Instead, I cared about evenings in pubs, walks in the park and sessions at the gym. I cared about staying up all night watching films and reading books not on the syllabus. I cared about cycling from a bar to my friend’s house at 1am on a Monday morning. I cared about going to gigs, visiting photography exhibitions, and rummaging through Spitalfields market on a Sunday.
When it came to studying, I tried, but only sort of. Half an hour before class was due to start I would open my workbook and frantically scribble something down. In the evenings, I would read novels of my own choosing before embarking on (and then later abandoning) the set texts. As for the presentations, I would usually just miss those classes and carry the fail. Invariably, I would turn up to every class utterly unprepared, having no idea about what was about to be discussed, and caring very little.
At the end of my three-year degree (which took me five years to complete), I received a transcript of my results, telling me that I had received one fail, two thirds, 2:2s, 2:1s, and firsts – all of which averaged out into the most meaningless 2:1 the uni must have ever given.
What the transcript didn’t say was that, during my studies, I had experienced debilitating depression, unrelenting OCD, one terrible coming out, one terrible relationship, one terrible break up, and the onset of Tourette’s syndrome.
OK, maybe university was bad.
This year, though, I have a place on UEA’s Creative Writing MA, and I’m determined to go back to my studies.
But if my undergraduate was so tumultuous, why am I doing this?
The answer is simple: university is, for me, unfinished business. I need to go back: get consistently OK grades, stay on an even keel for the duration of the course, keep my depression and OCD at bay. There’s not much I can do about the Tourette’s, given that it’s both chronic and incurable.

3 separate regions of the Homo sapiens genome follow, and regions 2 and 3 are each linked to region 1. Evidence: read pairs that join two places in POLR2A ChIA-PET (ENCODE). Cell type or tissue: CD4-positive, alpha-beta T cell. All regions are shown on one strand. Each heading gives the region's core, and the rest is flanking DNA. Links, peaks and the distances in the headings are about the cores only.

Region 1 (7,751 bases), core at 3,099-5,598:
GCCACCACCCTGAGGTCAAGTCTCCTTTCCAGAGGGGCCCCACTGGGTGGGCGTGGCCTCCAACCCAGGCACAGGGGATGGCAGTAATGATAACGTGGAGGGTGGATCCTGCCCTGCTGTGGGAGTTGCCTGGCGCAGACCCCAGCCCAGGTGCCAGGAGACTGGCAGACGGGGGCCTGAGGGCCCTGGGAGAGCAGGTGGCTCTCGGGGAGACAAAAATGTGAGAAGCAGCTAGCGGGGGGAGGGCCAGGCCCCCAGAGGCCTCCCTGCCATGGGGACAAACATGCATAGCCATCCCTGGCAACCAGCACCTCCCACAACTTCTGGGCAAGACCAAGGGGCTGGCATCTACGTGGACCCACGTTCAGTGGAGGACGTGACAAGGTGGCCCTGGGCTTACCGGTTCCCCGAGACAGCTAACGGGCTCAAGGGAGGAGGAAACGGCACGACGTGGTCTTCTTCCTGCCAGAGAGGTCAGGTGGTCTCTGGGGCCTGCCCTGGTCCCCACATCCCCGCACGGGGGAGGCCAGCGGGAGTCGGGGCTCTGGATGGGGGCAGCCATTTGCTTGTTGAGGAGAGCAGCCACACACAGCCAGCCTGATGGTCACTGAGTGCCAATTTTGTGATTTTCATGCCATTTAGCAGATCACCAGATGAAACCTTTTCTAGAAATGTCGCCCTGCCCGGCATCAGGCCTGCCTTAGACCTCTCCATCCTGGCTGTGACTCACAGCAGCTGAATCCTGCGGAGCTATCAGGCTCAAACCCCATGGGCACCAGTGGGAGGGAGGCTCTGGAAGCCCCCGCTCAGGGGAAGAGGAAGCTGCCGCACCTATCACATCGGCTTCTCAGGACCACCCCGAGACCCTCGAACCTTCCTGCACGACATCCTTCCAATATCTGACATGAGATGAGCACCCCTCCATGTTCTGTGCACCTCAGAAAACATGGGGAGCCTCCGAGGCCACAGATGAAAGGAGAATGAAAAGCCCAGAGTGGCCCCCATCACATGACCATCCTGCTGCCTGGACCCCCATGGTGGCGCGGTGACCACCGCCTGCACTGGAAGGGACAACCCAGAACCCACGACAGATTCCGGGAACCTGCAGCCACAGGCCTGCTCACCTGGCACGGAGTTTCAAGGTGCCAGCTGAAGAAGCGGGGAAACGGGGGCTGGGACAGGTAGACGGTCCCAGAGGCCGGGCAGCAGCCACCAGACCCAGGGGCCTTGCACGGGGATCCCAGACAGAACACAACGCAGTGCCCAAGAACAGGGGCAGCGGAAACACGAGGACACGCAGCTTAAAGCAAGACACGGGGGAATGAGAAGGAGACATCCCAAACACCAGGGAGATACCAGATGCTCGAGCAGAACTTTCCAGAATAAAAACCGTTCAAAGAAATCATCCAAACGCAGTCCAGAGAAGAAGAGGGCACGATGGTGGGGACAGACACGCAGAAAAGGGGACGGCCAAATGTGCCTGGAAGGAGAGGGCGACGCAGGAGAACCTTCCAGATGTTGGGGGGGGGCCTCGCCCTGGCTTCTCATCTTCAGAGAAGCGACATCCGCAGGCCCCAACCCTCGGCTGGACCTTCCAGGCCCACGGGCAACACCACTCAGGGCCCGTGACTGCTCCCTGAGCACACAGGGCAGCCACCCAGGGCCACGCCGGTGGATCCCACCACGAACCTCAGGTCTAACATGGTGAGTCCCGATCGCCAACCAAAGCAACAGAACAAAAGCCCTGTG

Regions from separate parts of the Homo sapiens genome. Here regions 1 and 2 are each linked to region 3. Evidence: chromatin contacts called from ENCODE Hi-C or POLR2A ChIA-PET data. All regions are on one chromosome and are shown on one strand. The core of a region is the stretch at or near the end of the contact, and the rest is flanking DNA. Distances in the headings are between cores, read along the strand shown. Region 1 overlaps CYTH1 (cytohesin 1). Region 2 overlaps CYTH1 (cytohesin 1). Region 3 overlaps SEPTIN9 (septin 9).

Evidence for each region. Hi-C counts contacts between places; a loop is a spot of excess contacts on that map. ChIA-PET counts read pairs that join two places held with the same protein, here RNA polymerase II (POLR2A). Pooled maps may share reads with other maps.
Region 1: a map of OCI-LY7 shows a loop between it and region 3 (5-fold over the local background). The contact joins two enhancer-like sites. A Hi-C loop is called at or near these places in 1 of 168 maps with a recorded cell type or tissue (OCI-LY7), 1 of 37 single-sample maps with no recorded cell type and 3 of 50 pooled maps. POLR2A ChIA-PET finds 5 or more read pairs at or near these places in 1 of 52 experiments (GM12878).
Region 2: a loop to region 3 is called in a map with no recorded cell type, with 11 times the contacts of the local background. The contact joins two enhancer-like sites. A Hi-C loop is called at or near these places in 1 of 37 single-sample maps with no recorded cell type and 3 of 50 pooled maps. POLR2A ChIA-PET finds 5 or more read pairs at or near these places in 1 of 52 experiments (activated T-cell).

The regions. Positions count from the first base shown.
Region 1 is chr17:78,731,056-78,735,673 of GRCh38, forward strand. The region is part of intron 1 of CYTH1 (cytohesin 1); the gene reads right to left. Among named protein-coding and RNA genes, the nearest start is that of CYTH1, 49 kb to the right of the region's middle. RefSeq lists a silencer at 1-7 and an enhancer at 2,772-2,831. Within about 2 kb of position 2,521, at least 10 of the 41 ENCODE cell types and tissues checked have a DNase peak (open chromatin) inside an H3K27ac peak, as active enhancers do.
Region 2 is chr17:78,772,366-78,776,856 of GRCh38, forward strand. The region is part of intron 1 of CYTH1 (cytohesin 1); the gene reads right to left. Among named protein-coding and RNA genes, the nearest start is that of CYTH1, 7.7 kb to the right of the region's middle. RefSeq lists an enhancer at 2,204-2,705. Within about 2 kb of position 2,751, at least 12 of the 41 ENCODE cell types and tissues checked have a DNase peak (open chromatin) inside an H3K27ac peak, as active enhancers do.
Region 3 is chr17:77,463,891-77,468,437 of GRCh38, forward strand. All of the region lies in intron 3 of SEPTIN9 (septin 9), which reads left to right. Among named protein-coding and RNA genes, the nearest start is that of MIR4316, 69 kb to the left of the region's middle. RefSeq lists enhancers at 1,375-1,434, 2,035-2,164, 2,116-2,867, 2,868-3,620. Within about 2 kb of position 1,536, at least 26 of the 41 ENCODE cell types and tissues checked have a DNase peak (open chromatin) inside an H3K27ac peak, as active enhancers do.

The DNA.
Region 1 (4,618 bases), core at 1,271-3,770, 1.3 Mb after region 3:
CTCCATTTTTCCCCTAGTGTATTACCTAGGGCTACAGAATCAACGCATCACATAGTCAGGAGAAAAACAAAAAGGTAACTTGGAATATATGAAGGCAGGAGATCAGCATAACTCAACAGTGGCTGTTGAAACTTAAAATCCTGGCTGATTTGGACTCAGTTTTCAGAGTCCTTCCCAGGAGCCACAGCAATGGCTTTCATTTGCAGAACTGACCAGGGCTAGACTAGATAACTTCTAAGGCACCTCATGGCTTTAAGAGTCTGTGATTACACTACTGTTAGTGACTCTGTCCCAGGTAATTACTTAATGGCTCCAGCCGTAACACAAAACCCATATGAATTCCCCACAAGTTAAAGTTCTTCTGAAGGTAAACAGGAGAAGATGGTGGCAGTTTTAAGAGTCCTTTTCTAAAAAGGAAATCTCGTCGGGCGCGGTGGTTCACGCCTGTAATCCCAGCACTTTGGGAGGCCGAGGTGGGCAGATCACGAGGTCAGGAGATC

It’s going to be hard. I have the stereotypical swearing kind of Tourette’s. I will be yelling out “fuck” in lectures. I will find it hard to concentrate. I will inevitably be a distraction to myself and others.
But, unlike my BA in French and Spanish, this course has been a dream for a long time. I will spend a whole twelve months doing what I love: reading and writing. Reading helped me through depressive episodes before, and getting my writing published since leaving university has given me a much-needed self-esteem boost.
And if mental illness has taught me anything, it’s to do what you love, and do it a lot.
So that’s what I’m going to do. I’m determined to go back, and I’m going to smash it.
Alice Franklin is a writer who happens to have Tourette's, OCD and autism. She writes at a leisurely pace, runs at a leisurely pace, and hammocks at a leisurely pace. Previously, her work has appeared in two Spanish short story anthologies, the online magazine Liars' League, and the Financial Times.
Aaingel shares her experiences of dealing with difficult break-ups and how journaling helped her to come to terms with her emotions.
Breakups are hard. They are awful, we all know that. It’s well documented in every rom-com ever. But they really can be difficult to get through. I was with my partner for 2 ½ years before we broke up. I’d had just moved 50 miles away for uni, which doesn't sound far, but when you’ve lived in each other's pockets every night for the last year or so it feels like a thousand miles away, particularly when you are also starting a whole new course and getting used to living in a different city.
We’d been arguing all summer, and I for a long time I had felt anxious and paranoid about the relationship and the future of it. He spent the first week with me in my uni town before I started so I’d feel calm and settled in before my first week of uni. On all accounts, we were fine, on the outside we were happy but over time it came crashing down, and eventually, we broke up.
This had a huge impact on my mental wellbeing. I couldn’t eat for a week after the breakup. I decided it would be better if we limited contact so that I could get over him because I didn’t think I would be able to heal while being his friend and so far apart. Despite deleting his contacts on my phone and social media, we spoke on the phone and even though I still had feelings for him, he said he was in a different headspace and needed time to grow for himself without me. He visited my uni town and we eventually decided that we were what each other wanted but didn’t need, for our own wellbeing.